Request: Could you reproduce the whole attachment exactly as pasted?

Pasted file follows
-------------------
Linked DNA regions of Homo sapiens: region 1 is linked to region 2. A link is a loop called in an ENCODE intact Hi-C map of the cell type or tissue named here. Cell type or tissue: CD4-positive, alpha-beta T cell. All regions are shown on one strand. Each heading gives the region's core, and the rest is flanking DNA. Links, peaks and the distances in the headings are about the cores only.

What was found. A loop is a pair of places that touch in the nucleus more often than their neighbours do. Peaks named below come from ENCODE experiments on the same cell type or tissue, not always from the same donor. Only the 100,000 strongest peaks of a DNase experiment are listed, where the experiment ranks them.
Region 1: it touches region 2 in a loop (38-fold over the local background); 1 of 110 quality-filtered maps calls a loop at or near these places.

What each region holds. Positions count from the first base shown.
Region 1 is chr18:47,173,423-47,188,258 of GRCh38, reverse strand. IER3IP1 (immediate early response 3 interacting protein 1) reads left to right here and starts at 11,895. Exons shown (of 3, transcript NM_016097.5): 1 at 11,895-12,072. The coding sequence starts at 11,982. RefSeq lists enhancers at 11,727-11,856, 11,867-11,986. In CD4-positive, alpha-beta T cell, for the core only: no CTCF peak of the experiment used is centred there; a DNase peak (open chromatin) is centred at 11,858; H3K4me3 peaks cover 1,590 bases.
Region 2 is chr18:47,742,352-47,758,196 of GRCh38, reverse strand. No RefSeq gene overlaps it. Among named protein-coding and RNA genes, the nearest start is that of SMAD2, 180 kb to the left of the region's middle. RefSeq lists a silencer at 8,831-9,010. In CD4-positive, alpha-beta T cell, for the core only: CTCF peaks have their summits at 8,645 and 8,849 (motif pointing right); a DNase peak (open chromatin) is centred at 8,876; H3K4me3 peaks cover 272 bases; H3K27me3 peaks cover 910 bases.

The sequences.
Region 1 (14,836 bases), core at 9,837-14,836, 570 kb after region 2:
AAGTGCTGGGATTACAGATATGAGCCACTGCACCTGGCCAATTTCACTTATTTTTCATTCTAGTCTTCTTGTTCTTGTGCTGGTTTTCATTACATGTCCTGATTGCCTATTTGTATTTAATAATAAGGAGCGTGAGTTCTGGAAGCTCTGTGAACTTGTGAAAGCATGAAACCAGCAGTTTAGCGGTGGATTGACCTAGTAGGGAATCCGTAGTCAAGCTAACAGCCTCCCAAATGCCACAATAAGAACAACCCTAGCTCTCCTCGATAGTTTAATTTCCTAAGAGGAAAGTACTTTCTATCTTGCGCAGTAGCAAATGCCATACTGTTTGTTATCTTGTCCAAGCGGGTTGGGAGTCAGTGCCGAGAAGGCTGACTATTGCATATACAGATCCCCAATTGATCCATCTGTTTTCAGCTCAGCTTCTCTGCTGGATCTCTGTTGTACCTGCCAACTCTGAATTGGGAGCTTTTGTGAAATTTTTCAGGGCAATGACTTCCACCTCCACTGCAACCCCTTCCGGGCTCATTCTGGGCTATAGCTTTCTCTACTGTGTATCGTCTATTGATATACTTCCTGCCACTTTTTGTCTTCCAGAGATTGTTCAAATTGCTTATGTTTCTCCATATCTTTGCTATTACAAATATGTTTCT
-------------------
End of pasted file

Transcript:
Linked DNA regions of Homo sapiens: region 1 is linked to region 2. A link is a loop called in an ENCODE intact Hi-C map of the cell type or tissue named here. Cell type or tissue: CD4-positive, alpha-beta T cell. All regions are shown on one strand. Each heading gives the region's core, and the rest is flanking DNA. Links, peaks and the distances in the headings are about the cores only.

What was found. A loop is a pair of places that touch in the nucleus more often than their neighbours do. Peaks named below come from ENCODE experiments on the same cell type or tissue, not always from the same donor. Only the 100,000 strongest peaks of a DNase experiment are listed, where the experiment ranks them.
Region 1: it touches region 2 in a loop (38-fold over the local background); 1 of 110 quality-filtered maps calls a loop at or near these places.

What each region holds. Positions count from the first base shown.
Region 1 is chr18:47,173,423-47,188,258 of GRCh38, reverse strand. IER3IP1 (immediate early response 3 interacting protein 1) reads left to right here and starts at 11,895. Exons shown (of 3, transcript NM_016097.5): 1 at 11,895-12,072. The coding sequence starts at 11,982. RefSeq lists enhancers at 11,727-11,856, 11,867-11,986. In CD4-positive, alpha-beta T cell, for the core only: no CTCF peak of the experiment used is centred there; a DNase peak (open chromatin) is centred at 11,858; H3K4me3 peaks cover 1,590 bases.
Region 2 is chr18:47,742,352-47,758,196 of GRCh38, reverse strand. No RefSeq gene overlaps it. Among named protein-coding and RNA genes, the nearest start is that of SMAD2, 180 kb to the left of the region's middle. RefSeq lists a silencer at 8,831-9,010. In CD4-positive, alpha-beta T cell, for the core only: CTCF peaks have their summits at 8,645 and 8,849 (motif pointing right); a DNase peak (open chromatin) is centred at 8,876; H3K4me3 peaks cover 272 bases; H3K27me3 peaks cover 910 bases.

The sequences.
Region 1 (14,836 bases), core at 9,837-14,836, 570 kb after region 2:
AAGTGCTGGGATTACAGATATGAGCCACTGCACCTGGCCAATTTCACTTATTTTTCATTCTAGTCTTCTTGTTCTTGTGCTGGTTTTCATTACATGTCCTGATTGCCTATTTGTATTTAATAATAAGGAGCGTGAGTTCTGGAAGCTCTGTGAACTTGTGAAAGCATGAAACCAGCAGTTTAGCGGTGGATTGACCTAGTAGGGAATCCGTAGTCAAGCTAACAGCCTCCCAAATGCCACAATAAGAACAACCCTAGCTCTCCTCGATAGTTTAATTTCCTAAGAGGAAAGTACTTTCTATCTTGCGCAGTAGCAAATGCCATACTGTTTGTTATCTTGTCCAAGCGGGTTGGGAGTCAGTGCCGAGAAGGCTGACTATTGCATATACAGATCCCCAATTGATCCATCTGTTTTCAGCTCAGCTTCTCTGCTGGATCTCTGTTGTACCTGCCAACTCTGAATTGGGAGCTTTTGTGAAATTTTTCAGGGCAATGACTTCCACCTCCACTGCAACCCCTTCCGGGCTCATTCTGGGCTATAGCTTTCTCTACTGTGTATCGTCTATTGATATACTTCCTGCCACTTTTTGTCTTCCAGAGATTGTTCAAATTGCTTATGTTTCTCCATATCTTTGCTATTACAAATATGTTTCT